(Emphasis added is mine.)
     
  7. Diver below 83

    Diver below 83 Barracuda

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    That’s why I mentioned the part about floating in the ocean bobbing around. The reality is if any of us are in that situation the last thing we are thinking is “let me miss their eyes” your just praying the beam gets somewhere close to them. Having no stable platform to aim off of would make it a major crap shoot.
     
  8. SapphireMind

    SapphireMind Nassau Grouper

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    Location: CA, USA
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    Again, I stated the reason I commented. This may shock you, but sometimes people do things they think that are ok, not knowing that they could harm someone. People initially had stated the danger of lasers. Then a group of people came in stating that lasers posed no danger to flying aircraft. I came back to specifically address that, because although in a SAR you do anything, but the rest of the time, it does endanger aircraft.

    Rephrased:
    Thread: "Should we use lasers for signalling in an emergency?"
    Some people: "No, you should never use lasers because they can be dangerous to pilots"
    Other people: "They're absolutely fine to use, they don't permanently blind pilots, they are not dangerous at all, that's a myth"
    Me: "Lasers are absolutely dangerous, permanent blindness is not the only concern. SAR is one thing, but it is not a myth and can absolutely endanger people."

    If you are going to discuss something that is dangerous to do outside of a life or death situation, it is a good idea to remind people that if they do it in anything short of that life or death situation, it could be a problem and is not safe.
     
    fsardone, Steelyeyes and Hoag like this.
  9. Hoag

    Hoag Manta Ray

    # of Dives: 200 - 499
    Location: Ontario
    1,244
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    Thank you. You are a voice of reason in a world reluctant to listen.
     
  10. Diver below 83

    Diver below 83 Barracuda

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    You also shouldn’t put your hand on a hot stove but that has absolutely no relevance to what this thread is specifically talking about. The thread is about the use of lasers for a SAR situation. Nothing else. Again just because people keep moving the goal post and adding in information that has no relevance to this thread doesn’t add to the point. All it does is clutter real information more and make people more confused especially when your giving “your opinion”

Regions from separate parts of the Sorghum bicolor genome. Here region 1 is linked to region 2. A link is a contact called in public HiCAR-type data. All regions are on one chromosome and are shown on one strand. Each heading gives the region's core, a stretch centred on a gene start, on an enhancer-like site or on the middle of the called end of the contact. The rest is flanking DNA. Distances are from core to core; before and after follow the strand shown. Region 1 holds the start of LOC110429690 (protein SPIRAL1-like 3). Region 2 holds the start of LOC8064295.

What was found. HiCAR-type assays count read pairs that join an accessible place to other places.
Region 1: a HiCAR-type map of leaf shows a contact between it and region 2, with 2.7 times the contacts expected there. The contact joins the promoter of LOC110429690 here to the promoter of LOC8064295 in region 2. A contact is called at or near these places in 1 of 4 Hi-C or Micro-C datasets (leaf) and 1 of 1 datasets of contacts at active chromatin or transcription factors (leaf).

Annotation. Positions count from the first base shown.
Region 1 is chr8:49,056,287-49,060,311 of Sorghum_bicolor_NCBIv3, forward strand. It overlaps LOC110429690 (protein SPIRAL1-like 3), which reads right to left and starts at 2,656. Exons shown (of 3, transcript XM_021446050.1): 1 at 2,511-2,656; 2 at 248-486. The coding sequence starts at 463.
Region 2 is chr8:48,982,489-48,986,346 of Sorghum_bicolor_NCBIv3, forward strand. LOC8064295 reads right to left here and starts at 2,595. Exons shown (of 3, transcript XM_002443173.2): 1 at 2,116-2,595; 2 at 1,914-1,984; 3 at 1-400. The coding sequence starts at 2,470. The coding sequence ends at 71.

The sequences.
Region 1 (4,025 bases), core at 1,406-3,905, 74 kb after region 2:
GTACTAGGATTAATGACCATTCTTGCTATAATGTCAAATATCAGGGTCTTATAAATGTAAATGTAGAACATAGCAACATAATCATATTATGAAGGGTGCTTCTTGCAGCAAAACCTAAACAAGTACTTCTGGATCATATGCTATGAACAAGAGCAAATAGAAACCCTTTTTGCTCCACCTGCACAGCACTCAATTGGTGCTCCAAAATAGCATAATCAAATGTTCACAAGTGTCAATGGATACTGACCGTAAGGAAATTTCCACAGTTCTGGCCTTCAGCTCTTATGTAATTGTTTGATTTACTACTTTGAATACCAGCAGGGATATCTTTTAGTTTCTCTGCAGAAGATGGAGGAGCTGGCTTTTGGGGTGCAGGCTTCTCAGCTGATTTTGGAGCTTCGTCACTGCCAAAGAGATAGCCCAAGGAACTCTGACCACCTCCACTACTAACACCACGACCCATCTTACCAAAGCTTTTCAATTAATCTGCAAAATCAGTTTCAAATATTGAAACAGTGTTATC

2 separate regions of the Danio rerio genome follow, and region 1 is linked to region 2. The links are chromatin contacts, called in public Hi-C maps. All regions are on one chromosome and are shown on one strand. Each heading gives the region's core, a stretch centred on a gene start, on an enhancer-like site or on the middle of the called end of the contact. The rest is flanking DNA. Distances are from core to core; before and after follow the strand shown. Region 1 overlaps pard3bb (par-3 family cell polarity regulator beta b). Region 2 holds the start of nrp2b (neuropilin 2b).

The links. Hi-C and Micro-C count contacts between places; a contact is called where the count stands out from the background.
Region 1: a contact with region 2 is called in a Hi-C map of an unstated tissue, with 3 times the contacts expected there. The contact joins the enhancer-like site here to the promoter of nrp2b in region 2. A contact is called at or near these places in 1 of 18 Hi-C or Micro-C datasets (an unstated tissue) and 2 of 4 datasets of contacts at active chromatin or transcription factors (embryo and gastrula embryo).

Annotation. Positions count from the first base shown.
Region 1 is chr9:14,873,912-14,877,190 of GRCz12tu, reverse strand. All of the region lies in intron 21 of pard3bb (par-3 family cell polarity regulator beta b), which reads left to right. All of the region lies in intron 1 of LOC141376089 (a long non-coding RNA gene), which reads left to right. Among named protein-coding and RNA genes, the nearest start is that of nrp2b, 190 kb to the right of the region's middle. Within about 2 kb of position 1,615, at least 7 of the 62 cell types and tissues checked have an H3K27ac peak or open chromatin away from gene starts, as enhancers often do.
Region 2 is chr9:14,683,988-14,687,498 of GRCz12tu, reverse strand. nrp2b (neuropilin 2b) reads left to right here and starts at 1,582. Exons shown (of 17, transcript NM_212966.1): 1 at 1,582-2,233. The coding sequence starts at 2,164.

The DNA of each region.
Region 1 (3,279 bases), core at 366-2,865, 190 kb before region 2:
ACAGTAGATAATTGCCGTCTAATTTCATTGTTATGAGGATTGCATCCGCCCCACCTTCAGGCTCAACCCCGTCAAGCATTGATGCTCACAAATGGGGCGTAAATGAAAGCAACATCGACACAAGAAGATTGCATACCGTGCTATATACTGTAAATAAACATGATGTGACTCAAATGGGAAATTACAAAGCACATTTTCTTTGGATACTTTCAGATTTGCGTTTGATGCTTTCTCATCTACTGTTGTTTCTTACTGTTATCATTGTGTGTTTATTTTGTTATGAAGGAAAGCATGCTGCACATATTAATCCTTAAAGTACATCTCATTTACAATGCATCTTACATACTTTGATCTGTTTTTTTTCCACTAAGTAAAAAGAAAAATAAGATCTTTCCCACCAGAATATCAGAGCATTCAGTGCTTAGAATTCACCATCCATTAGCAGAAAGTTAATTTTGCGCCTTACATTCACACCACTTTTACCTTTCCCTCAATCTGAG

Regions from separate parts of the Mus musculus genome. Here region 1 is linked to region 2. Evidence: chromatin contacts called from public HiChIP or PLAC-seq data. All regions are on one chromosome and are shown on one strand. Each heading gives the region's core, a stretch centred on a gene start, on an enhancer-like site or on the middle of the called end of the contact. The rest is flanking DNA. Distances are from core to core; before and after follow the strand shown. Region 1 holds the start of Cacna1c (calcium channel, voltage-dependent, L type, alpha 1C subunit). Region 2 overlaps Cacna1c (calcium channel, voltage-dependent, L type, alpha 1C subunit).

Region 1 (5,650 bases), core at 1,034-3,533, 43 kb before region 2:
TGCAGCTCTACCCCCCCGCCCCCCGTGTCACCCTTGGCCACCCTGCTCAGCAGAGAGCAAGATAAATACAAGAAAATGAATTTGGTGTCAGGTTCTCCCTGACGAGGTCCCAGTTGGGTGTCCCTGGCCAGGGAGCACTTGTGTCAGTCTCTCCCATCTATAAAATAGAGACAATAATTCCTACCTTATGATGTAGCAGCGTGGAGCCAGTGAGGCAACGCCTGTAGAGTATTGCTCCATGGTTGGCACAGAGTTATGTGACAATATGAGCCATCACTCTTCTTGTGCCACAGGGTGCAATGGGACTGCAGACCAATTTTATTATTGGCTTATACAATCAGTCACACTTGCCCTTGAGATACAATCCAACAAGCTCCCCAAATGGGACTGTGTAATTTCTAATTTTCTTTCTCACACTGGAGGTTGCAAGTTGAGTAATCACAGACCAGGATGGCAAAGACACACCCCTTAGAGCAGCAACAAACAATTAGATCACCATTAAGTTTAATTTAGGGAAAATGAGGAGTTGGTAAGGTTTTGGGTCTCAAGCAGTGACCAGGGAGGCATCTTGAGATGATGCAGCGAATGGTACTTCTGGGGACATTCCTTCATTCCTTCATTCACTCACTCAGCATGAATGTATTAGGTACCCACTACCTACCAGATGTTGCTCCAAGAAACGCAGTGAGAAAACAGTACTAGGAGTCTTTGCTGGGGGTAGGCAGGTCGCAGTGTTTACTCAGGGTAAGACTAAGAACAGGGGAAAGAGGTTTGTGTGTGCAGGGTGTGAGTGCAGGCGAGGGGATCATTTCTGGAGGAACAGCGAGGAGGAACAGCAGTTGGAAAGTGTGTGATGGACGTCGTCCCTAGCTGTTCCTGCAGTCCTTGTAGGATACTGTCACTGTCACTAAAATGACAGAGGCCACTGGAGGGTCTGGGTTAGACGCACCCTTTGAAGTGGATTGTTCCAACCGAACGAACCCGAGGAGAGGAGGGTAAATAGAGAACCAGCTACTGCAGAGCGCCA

Again as pointed out by the article posted where a diver was actually rescued, laser are and have been used to rescue divers. US law states it is ok to use for SAR. So again you adding in info about lasers in urban environments and planes isn’t relevant to a SAR for a diver.
    I understand it’s “your opinion” that lasers aren’t good. That’s fine. Your more than welcome to your opinion, but factual information says they are ok to use, as been pointed out by the fact a diver was rescued because of said laser.
    Thirdly the USCG officers confirmed the lasers aren’t visually through their NODS. So there is zero damage to them while using them at the same time, another bit of false information that’s been spread throughly in this thread.
    The facts remain there hasn’t been one factual event of a SAR being called off for a diver because of a laser. Yet there is factual information of a diver being rescued because of a laser. So if you want to choose not to carry a tool that is accepted for SAR events that’s your choice, but there is no reason to keep spreading false information that it’s “bad” for a diver to use such a tool. The proof is in the rescue.
     
    soldsoul4foos likes this.